Monday, February 05, 2007

Tech vs. Text

Each month our district superintendent sends everyone in the district an email message. Whether we agree with the message or not, I can't see how anyone could disagree with the attempt to communicate and inform. I, for one, appreciate it.

I'm going to post the vast majority of today's email here, and then comment.

I hope everyone had a great weekend and a super Sunday.

I am pleased to report that, after considerable review, a selection committee of staff and community members will be presenting a proposal for a district website provider to the Board of Education. The committee is recommending that we enter into a contract with School World to provide district, schools, departments, and teacher websites. I very much appreciate the hours and hours of work the committee has put into this process. The recommendation is based on many factors, but certainly being extremely user friendly was a major consideration influencing the recommendation. If approved by the Board, we are planning to provide training this school year to a teacher, administrator, and school secretary or clerk from each school, with more training provided next year. We are hopeful that schools and teachers can have viable websites up and going by January 1, 2008, if not sooner. This will add another layer of communication that will strengthen partnerships with the community and parents.

I recently presented a very simple technology “plan” for consideration. It is intentionally over simplified as I am attempting to move us forward with a strategic, but simple vision for the expansion and infusion of technology throughout the district. It basically consists of increasing bandwidth, migrating into wireless school environments, expanding access for students in the classroom, selecting a few core web-based programs that the district supports, and providing an expanded system of professional development. (I will post this “plan” on our website, but please keep in mind; it is not intended to be a refined product, but rather to stimulate productive discussions.) I understand that financial constraints often stand in the way of what we want to accomplish. I believe however, that we at least need to have a clear vision as to where we want to go, regardless of financial constraints.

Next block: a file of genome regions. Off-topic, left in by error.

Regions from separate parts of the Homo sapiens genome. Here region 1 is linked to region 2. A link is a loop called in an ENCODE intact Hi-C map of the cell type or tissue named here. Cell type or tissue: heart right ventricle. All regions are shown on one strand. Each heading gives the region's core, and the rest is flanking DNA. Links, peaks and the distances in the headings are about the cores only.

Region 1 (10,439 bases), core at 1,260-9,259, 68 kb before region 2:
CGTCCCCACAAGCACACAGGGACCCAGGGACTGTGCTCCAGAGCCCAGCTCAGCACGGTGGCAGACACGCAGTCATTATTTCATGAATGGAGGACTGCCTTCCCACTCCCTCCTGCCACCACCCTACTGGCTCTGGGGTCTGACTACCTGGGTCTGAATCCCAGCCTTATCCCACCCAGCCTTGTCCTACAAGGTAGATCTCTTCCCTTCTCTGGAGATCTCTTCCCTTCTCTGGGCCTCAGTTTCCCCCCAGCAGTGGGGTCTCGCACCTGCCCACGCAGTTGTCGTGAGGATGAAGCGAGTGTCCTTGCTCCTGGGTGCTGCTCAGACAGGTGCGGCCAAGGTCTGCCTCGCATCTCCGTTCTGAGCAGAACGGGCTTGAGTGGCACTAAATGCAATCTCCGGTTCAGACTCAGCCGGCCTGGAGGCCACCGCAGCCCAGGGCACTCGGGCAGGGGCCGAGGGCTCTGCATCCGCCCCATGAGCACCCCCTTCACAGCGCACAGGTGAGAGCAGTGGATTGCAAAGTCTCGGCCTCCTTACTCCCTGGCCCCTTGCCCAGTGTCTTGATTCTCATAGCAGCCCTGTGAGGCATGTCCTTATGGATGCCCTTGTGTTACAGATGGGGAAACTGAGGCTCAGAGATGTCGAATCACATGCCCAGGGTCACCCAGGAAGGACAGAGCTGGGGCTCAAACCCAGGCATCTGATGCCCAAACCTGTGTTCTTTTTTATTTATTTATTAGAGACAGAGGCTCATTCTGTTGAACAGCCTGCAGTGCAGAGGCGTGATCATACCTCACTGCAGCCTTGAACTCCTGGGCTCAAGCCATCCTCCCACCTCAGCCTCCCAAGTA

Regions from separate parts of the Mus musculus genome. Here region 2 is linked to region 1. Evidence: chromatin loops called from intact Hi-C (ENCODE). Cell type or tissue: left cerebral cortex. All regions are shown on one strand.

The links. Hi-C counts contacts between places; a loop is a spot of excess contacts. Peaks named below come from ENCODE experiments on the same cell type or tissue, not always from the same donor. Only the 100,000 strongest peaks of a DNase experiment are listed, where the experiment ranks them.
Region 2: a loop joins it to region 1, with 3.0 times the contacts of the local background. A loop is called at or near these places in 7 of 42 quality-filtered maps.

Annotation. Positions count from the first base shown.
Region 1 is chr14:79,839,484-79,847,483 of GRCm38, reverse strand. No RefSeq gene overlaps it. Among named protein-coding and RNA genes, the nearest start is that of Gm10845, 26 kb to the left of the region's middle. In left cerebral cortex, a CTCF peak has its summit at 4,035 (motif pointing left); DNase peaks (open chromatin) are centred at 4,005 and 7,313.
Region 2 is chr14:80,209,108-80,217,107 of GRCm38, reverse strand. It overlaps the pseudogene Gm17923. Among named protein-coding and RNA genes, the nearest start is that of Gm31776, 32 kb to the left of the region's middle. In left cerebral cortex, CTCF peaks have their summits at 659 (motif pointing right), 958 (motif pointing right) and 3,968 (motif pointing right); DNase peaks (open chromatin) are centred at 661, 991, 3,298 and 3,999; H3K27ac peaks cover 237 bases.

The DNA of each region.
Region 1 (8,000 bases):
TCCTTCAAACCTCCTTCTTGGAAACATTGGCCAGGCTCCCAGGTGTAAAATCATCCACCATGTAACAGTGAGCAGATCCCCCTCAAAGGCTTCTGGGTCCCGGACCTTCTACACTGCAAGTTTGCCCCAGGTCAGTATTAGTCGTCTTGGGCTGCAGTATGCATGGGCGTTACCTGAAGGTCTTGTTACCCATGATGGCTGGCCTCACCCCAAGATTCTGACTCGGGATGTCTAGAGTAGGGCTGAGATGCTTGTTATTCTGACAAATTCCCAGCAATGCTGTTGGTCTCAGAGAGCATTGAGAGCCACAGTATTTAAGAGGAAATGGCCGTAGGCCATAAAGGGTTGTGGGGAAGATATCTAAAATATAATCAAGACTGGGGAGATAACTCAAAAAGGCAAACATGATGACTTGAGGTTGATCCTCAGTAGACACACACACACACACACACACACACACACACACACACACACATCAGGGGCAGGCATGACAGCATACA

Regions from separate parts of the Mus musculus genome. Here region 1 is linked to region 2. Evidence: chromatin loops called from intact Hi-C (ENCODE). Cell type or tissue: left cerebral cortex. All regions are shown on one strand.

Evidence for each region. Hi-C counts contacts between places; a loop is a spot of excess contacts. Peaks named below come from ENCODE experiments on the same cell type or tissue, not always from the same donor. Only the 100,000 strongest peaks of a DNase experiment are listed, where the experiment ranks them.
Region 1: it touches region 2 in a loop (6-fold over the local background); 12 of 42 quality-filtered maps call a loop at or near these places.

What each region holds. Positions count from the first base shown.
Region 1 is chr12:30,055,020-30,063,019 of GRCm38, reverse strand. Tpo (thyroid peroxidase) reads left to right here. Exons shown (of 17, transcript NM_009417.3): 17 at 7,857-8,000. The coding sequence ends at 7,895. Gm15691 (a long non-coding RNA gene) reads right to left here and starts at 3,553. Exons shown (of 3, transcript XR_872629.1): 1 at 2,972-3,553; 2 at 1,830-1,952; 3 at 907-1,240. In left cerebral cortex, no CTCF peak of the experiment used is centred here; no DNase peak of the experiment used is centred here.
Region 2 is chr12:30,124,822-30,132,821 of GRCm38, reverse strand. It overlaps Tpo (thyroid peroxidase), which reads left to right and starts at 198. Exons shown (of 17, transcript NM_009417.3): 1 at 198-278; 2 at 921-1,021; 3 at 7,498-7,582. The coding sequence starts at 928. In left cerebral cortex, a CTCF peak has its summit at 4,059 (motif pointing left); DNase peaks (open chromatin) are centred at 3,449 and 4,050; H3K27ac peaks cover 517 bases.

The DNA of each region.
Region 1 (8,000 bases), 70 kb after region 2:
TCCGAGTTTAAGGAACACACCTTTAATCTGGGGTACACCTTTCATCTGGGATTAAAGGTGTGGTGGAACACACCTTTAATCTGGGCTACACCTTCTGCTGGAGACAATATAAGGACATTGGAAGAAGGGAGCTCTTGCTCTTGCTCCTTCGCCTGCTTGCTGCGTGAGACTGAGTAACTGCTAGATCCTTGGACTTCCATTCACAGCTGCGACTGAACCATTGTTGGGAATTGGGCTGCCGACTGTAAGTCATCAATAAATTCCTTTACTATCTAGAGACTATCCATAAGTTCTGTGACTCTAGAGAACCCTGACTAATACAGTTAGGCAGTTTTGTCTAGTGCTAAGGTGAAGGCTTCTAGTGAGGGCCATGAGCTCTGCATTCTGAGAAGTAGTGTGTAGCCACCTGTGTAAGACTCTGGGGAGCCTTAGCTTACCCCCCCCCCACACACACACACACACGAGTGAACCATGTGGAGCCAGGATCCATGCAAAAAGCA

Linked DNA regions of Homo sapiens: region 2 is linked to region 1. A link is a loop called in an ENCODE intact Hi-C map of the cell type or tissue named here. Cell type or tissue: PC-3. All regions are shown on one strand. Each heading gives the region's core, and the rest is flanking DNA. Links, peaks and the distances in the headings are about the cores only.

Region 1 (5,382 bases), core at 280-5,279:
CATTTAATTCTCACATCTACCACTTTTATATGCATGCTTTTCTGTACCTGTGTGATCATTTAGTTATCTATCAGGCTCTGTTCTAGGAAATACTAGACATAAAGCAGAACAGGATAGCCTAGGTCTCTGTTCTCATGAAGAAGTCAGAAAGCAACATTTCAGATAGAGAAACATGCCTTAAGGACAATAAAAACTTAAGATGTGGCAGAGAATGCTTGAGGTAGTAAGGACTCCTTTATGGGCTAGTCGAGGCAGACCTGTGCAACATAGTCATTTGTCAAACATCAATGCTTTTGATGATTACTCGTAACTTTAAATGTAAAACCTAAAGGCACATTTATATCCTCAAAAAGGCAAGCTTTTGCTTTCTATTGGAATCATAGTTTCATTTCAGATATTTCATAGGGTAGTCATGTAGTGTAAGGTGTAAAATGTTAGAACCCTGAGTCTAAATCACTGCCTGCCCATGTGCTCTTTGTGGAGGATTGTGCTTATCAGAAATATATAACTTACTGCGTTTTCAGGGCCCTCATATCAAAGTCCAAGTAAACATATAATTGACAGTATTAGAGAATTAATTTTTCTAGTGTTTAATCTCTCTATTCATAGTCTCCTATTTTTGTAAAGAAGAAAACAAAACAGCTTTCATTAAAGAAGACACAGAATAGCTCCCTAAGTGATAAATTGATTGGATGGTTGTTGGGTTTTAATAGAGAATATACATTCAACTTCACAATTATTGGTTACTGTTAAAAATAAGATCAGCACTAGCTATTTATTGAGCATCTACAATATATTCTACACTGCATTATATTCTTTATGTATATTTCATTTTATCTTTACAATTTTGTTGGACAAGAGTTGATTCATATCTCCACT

Despite perhaps lacking this clear direction, we do have incredible examples of applied technology around the school district. We have teachers using interactive white boards, streaming video, netTrekker, and other great web-based programs. We have classrooms taking advantage of COWS (computers on wheels), with expert teachers bringing technology applications into their lesson designs, boosting student learning, production, engagement and communication.

In order to share this expertise with others, we are preparing to post on-line the names and locations of teachers who are willing to share/demonstrate their knowledge with other staff members. If you are willing to be listed as a resource, please contact the coordinator of this project, (name deleted) at (email address).

I am pleased that we have many examples of expanding technology in our schools. Many schools are thoughtfully using the one-time money allocated to the schools this year in order to secure equipment in support this effort. Our students are “digital natives” and their world is high tech. They demand that our schools and classrooms reflect this reality. In fact there is increasing evidence that our students are actually “wired” differently because of their extensive exposure to electronic screens. I recently attended a presentation by Ian Jukes where he talked about this phenomenon. His presentation can be read at http://ianjukes.com/infosavvy/education/handouts/ndl.pdf. It is somewhat long, but I think you will find it fascinating. It could be a great topic for a Leadership Team and/or staff to discuss.

Thank you for reading and thank you for the important work that you do. Have a good month of February.


He communicates well, doesn't he?

I'm wary of exuberence regarding computers in schools. Some may call me a Luddite, but I'm not against technology; rather, I'm against the gratuitous use of technology for its own sake. You can click here to find many of my posts on the subject. My views can be summed up thusly:

Technology is not pedagogy. Technology is not a substitute for teaching. Technology is merely a tool. Nothing more. link